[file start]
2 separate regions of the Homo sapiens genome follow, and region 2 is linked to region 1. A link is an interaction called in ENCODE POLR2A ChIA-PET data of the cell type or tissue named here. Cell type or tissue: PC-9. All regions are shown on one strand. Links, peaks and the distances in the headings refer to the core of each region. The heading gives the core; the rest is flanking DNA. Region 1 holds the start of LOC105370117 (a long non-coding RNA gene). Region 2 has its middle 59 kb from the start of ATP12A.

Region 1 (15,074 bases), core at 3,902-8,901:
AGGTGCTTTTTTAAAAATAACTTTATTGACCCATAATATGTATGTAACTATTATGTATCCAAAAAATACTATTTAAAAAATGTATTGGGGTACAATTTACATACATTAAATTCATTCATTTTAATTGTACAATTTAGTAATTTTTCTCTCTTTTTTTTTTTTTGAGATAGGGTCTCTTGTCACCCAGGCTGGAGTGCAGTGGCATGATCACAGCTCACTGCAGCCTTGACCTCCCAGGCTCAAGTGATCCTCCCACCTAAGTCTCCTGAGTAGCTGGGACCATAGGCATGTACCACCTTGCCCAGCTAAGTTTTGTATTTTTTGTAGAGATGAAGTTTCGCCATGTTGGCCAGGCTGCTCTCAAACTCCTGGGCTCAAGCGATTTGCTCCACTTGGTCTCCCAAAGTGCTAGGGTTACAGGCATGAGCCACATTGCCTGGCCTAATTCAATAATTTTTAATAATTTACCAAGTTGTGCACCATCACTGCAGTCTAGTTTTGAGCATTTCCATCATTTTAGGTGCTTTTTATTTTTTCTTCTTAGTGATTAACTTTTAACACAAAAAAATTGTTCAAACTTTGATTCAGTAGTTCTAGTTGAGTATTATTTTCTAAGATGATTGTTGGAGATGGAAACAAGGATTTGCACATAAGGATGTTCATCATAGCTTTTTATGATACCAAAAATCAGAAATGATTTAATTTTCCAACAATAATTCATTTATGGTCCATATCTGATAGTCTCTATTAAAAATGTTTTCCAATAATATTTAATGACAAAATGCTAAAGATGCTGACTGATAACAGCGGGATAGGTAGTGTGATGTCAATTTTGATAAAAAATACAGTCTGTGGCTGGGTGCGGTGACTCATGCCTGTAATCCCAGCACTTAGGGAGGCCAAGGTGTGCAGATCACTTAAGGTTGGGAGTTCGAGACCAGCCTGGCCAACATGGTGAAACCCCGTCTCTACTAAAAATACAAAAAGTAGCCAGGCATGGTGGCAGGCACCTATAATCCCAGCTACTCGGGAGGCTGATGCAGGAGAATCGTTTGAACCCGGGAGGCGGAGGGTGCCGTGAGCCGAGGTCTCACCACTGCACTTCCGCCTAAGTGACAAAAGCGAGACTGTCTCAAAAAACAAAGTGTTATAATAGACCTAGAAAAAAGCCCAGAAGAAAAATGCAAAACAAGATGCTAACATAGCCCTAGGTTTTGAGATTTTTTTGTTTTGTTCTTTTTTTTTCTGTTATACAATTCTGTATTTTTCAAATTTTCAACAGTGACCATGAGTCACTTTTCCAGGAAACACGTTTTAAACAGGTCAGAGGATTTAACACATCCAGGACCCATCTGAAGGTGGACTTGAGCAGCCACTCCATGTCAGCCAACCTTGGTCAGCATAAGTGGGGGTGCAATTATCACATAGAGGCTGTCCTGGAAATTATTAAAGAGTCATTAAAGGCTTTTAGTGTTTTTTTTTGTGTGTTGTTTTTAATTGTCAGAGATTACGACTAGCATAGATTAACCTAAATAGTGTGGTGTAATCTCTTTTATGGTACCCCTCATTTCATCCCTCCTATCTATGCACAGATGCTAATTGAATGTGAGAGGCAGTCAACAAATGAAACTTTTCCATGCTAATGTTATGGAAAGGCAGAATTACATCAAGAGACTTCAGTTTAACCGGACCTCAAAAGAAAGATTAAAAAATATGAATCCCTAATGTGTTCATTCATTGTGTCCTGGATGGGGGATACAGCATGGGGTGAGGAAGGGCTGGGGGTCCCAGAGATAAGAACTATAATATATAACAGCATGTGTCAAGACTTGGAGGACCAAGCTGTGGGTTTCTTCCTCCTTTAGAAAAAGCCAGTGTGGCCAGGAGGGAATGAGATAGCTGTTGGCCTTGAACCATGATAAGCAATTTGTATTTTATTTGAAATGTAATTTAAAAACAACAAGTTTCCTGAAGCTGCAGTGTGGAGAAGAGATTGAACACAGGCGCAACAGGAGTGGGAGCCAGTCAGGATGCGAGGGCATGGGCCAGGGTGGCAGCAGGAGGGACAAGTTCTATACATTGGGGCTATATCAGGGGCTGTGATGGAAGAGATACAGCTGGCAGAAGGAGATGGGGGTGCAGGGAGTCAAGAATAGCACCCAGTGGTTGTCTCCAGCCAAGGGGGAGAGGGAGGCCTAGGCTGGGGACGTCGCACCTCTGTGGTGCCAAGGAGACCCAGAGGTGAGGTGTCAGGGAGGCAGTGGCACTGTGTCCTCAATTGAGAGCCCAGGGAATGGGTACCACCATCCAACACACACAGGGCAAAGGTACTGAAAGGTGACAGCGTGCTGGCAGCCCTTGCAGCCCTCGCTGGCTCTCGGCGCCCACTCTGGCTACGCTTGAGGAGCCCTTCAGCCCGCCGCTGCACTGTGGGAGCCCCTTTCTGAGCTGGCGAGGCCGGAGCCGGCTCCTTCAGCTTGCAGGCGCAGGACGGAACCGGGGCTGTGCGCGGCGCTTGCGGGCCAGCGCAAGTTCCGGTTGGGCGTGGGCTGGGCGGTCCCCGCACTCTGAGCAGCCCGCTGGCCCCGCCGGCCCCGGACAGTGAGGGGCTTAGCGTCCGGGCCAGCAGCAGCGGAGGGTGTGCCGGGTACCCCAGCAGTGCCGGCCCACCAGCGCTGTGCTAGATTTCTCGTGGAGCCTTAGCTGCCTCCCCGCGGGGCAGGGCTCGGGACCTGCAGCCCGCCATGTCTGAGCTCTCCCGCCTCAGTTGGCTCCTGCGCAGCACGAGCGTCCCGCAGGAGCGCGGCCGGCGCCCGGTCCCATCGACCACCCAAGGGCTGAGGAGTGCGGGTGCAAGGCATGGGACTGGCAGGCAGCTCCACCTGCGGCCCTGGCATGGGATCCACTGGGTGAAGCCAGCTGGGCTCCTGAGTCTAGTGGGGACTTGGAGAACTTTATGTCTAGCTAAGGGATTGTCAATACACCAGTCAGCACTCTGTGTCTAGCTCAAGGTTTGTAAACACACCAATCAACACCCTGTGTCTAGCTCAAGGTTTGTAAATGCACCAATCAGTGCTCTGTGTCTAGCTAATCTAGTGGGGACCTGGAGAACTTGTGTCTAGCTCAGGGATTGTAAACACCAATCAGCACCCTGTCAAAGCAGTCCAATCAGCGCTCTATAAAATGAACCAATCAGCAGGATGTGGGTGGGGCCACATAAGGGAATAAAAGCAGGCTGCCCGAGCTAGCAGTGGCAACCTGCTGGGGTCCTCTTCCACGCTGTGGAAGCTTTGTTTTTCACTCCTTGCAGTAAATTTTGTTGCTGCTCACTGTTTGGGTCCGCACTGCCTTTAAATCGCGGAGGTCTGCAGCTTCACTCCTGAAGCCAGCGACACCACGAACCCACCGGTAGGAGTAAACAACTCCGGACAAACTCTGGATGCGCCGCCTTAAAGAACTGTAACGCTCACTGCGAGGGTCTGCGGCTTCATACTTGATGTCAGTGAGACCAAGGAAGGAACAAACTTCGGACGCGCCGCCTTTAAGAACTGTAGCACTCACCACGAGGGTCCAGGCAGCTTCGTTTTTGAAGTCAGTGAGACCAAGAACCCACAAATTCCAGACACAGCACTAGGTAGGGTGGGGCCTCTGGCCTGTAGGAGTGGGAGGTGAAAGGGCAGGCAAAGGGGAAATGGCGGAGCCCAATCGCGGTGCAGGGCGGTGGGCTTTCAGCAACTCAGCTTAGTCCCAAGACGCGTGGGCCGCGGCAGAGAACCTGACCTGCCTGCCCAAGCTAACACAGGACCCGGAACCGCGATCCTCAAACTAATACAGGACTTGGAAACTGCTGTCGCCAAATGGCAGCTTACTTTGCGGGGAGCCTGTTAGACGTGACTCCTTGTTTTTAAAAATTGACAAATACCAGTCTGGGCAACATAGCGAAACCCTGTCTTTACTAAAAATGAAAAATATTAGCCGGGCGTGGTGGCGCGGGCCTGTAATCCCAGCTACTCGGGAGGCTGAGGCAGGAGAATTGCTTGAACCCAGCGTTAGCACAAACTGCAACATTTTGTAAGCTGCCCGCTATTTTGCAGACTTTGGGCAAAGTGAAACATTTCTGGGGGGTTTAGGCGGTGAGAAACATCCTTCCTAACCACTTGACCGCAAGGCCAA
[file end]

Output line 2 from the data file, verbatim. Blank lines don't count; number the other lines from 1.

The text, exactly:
Region 1 (15,074 bases), core at 3,902-8,901: